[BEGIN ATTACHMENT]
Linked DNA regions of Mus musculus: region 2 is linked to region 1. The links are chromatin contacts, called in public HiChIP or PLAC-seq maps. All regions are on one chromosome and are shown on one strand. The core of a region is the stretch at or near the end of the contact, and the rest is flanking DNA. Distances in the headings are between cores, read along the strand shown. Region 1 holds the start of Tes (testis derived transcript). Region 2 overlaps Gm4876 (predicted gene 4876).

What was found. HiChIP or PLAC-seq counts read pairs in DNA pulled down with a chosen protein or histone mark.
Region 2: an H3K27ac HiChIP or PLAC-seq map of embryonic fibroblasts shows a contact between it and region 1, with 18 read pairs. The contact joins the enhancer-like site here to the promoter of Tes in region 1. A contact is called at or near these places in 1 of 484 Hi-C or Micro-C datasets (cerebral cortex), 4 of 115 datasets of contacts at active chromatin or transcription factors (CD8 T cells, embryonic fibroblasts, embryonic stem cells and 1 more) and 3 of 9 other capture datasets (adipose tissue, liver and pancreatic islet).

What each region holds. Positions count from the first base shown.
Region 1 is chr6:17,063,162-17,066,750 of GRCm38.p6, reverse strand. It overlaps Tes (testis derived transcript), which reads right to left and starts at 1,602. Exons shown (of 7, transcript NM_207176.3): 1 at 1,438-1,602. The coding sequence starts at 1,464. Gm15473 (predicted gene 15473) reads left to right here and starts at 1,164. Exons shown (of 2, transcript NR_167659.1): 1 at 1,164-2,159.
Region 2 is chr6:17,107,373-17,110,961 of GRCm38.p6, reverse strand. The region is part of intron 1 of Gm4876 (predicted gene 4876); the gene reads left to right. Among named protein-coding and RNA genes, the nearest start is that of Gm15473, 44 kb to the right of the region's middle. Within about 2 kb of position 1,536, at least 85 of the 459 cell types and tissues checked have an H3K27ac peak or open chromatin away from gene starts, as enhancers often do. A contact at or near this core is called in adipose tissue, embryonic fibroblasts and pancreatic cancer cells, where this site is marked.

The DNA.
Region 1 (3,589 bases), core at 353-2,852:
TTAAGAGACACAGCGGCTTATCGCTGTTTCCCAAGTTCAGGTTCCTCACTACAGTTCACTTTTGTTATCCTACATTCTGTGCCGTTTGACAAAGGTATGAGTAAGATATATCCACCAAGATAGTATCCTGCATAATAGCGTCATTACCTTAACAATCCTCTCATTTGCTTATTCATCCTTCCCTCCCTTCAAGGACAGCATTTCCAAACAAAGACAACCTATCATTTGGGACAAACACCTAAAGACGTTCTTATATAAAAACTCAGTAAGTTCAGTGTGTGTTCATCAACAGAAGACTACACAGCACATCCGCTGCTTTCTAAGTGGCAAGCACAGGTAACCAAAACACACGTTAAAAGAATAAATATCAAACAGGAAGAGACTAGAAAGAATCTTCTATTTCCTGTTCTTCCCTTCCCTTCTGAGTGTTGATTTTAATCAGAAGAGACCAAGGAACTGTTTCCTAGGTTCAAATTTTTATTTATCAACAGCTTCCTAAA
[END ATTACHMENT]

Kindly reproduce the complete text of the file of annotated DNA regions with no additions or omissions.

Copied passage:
Linked DNA regions of Mus musculus: region 2 is linked to region 1. The links are chromatin contacts, called in public HiChIP or PLAC-seq maps. All regions are on one chromosome and are shown on one strand. The core of a region is the stretch at or near the end of the contact, and the rest is flanking DNA. Distances in the headings are between cores, read along the strand shown. Region 1 holds the start of Tes (testis derived transcript). Region 2 overlaps Gm4876 (predicted gene 4876).

What was found. HiChIP or PLAC-seq counts read pairs in DNA pulled down with a chosen protein or histone mark.
Region 2: an H3K27ac HiChIP or PLAC-seq map of embryonic fibroblasts shows a contact between it and region 1, with 18 read pairs. The contact joins the enhancer-like site here to the promoter of Tes in region 1. A contact is called at or near these places in 1 of 484 Hi-C or Micro-C datasets (cerebral cortex), 4 of 115 datasets of contacts at active chromatin or transcription factors (CD8 T cells, embryonic fibroblasts, embryonic stem cells and 1 more) and 3 of 9 other capture datasets (adipose tissue, liver and pancreatic islet).

What each region holds. Positions count from the first base shown.
Region 1 is chr6:17,063,162-17,066,750 of GRCm38.p6, reverse strand. It overlaps Tes (testis derived transcript), which reads right to left and starts at 1,602. Exons shown (of 7, transcript NM_207176.3): 1 at 1,438-1,602. The coding sequence starts at 1,464. Gm15473 (predicted gene 15473) reads left to right here and starts at 1,164. Exons shown (of 2, transcript NR_167659.1): 1 at 1,164-2,159.
Region 2 is chr6:17,107,373-17,110,961 of GRCm38.p6, reverse strand. The region is part of intron 1 of Gm4876 (predicted gene 4876); the gene reads left to right. Among named protein-coding and RNA genes, the nearest start is that of Gm15473, 44 kb to the right of the region's middle. Within about 2 kb of position 1,536, at least 85 of the 459 cell types and tissues checked have an H3K27ac peak or open chromatin away from gene starts, as enhancers often do. A contact at or near this core is called in adipose tissue, embryonic fibroblasts and pancreatic cancer cells, where this site is marked.

The DNA.
Region 1 (3,589 bases), core at 353-2,852:
TTAAGAGACACAGCGGCTTATCGCTGTTTCCCAAGTTCAGGTTCCTCACTACAGTTCACTTTTGTTATCCTACATTCTGTGCCGTTTGACAAAGGTATGAGTAAGATATATCCACCAAGATAGTATCCTGCATAATAGCGTCATTACCTTAACAATCCTCTCATTTGCTTATTCATCCTTCCCTCCCTTCAAGGACAGCATTTCCAAACAAAGACAACCTATCATTTGGGACAAACACCTAAAGACGTTCTTATATAAAAACTCAGTAAGTTCAGTGTGTGTTCATCAACAGAAGACTACACAGCACATCCGCTGCTTTCTAAGTGGCAAGCACAGGTAACCAAAACACACGTTAAAAGAATAAATATCAAACAGGAAGAGACTAGAAAGAATCTTCTATTTCCTGTTCTTCCCTTCCCTTCTGAGTGTTGATTTTAATCAGAAGAGACCAAGGAACTGTTTCCTAGGTTCAAATTTTTATTTATCAACAGCTTCCTAAA